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Victoria Sponge Cake with Berries and Lemon Curd & Queen Elizabeth II's Diamond Jubilee

The Market at the Covent Garden, dressed for the Queen's Diamond Jubilee

It is an exciting time to be in Britain. London will be hosting the 2012 Summer Olympic Games,  we are all counting down the days. But before that, it is the Queen Elizabeth II’s Diamond Jubilee, that gets us all excited at the moment.  We have been celebrating this remarkable occasion with street parties (apparently over 10,000 all around Britain), and today over 1,000 boats have been on River Thames for the Diamond Jubilee Thames River Pageant to mark this special occasion, just spectacular.

The Tower Bridge, London. It is a rare sight to see the bridge open up, which we witnessed a few years ago. The Tower bridge is now decorated with blue, red and white lights for the Queen's Diamond Jubilee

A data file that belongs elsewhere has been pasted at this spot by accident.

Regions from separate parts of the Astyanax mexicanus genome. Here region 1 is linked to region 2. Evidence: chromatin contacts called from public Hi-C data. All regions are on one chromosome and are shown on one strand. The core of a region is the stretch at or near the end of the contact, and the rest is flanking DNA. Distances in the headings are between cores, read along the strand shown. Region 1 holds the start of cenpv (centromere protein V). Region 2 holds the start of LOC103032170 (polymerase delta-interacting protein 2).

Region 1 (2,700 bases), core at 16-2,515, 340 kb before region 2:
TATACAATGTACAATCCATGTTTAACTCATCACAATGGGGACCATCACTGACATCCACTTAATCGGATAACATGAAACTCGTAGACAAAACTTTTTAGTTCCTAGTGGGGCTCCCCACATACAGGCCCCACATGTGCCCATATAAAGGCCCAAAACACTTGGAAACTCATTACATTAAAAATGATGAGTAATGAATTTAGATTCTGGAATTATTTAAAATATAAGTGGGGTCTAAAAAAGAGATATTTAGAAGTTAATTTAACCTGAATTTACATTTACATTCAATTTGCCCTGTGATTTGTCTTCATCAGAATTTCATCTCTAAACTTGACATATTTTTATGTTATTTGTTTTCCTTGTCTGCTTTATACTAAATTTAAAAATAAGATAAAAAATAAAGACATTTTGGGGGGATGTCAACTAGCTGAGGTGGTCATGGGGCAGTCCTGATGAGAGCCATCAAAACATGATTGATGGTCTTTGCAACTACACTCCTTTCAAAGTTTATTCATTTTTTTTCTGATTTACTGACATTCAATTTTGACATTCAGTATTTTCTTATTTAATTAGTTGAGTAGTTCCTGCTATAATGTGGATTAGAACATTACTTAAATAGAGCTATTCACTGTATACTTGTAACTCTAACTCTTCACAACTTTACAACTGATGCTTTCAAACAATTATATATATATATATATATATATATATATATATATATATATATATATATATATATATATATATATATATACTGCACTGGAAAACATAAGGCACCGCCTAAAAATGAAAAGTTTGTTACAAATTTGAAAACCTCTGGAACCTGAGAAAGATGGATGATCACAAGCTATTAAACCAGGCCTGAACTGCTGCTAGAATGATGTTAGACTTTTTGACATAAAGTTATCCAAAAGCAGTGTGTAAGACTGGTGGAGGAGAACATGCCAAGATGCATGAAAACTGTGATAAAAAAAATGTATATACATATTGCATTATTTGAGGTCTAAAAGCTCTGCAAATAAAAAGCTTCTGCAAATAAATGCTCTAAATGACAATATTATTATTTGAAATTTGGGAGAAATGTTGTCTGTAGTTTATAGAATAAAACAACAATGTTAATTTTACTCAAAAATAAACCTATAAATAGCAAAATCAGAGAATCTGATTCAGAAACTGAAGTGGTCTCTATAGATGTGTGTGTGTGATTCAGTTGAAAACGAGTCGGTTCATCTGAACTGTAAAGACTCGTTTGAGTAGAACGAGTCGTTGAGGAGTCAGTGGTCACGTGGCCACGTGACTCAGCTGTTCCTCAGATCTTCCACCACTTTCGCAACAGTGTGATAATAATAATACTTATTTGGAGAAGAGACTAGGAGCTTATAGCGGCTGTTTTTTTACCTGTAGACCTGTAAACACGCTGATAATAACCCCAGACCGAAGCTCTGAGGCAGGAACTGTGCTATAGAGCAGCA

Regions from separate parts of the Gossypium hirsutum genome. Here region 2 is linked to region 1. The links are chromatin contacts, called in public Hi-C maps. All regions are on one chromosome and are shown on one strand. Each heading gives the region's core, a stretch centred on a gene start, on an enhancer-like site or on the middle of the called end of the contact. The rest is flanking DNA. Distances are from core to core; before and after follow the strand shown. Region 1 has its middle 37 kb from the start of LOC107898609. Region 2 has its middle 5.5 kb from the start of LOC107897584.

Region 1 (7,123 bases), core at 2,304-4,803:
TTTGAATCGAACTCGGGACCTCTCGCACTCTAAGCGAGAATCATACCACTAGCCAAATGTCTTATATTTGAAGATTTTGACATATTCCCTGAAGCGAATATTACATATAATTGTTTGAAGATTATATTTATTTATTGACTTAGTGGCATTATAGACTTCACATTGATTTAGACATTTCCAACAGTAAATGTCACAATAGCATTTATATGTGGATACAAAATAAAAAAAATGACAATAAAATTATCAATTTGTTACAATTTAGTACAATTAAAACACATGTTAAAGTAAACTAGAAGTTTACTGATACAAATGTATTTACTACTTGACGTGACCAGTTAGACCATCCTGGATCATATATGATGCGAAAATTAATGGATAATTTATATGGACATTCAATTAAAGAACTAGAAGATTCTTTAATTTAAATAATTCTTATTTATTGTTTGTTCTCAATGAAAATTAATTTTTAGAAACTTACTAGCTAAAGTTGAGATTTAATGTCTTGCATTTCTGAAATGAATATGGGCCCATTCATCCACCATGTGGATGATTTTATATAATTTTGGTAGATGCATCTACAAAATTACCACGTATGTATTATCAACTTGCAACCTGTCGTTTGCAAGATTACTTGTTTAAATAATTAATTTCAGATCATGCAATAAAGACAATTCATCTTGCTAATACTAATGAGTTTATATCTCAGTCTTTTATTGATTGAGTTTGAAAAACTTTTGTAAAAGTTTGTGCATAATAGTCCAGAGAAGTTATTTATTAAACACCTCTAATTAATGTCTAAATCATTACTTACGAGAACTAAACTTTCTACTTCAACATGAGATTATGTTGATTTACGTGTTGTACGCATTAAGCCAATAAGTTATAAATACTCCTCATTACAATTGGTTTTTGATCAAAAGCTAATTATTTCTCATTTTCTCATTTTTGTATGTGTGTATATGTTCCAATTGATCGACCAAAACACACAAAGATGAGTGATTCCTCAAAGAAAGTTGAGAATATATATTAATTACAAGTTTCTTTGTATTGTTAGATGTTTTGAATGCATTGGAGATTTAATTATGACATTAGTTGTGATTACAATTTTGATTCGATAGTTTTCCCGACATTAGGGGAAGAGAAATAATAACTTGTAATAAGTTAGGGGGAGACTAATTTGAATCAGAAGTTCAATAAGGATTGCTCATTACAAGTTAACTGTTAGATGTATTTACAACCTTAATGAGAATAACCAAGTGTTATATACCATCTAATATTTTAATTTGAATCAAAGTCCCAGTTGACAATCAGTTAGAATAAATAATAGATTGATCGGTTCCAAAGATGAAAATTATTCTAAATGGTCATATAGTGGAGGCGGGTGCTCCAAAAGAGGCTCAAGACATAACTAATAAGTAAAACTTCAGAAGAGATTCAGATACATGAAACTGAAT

We were in London yesterday, to soak up this amazing celebratory atmosphere, and I hope these few photos coming up would do justice  to visualise the city, dressed to celebrate.

To join in the celebrations, I made BBC Food’s Victoria Sponge Cake with Berries and Lemon Curd, (adapted from Simon Rimmer’s recipe). Being a lemon fan, I enjoyed the addition of the lemon curd in this recipe. The curd’s zingy taste worked really well with the fresh berries and the mascarpone filling.

Victoria Sponge Cake with Lemon Curd and Fresh Berries

For the Victoria sponge

175g/6oz butter, plus extra for greasing

175g/6oz sugar (I used unrefined golden caster sugar)

lemon, zest and juice

3 free-range eggs

175g/6oz self-raising flour

For the filling

225g/8oz mascarpone

50ml/2fl oz double cream

50g/2oz icing sugar, plus extra for dusting

225g/8oz strawberries, sliced

For the lemon curd:

4 unwaxed lemons, zest and juice

200g/7oz unrefined caster sugar

100g/3½oz unsalted butter, cut into cubes

3 free-range eggs, plus 1 free-range egg yolk

Raspberries and blueberries to decorate the cake

You’ll need 2 x 22.5cm/9in greased and lined cake tins.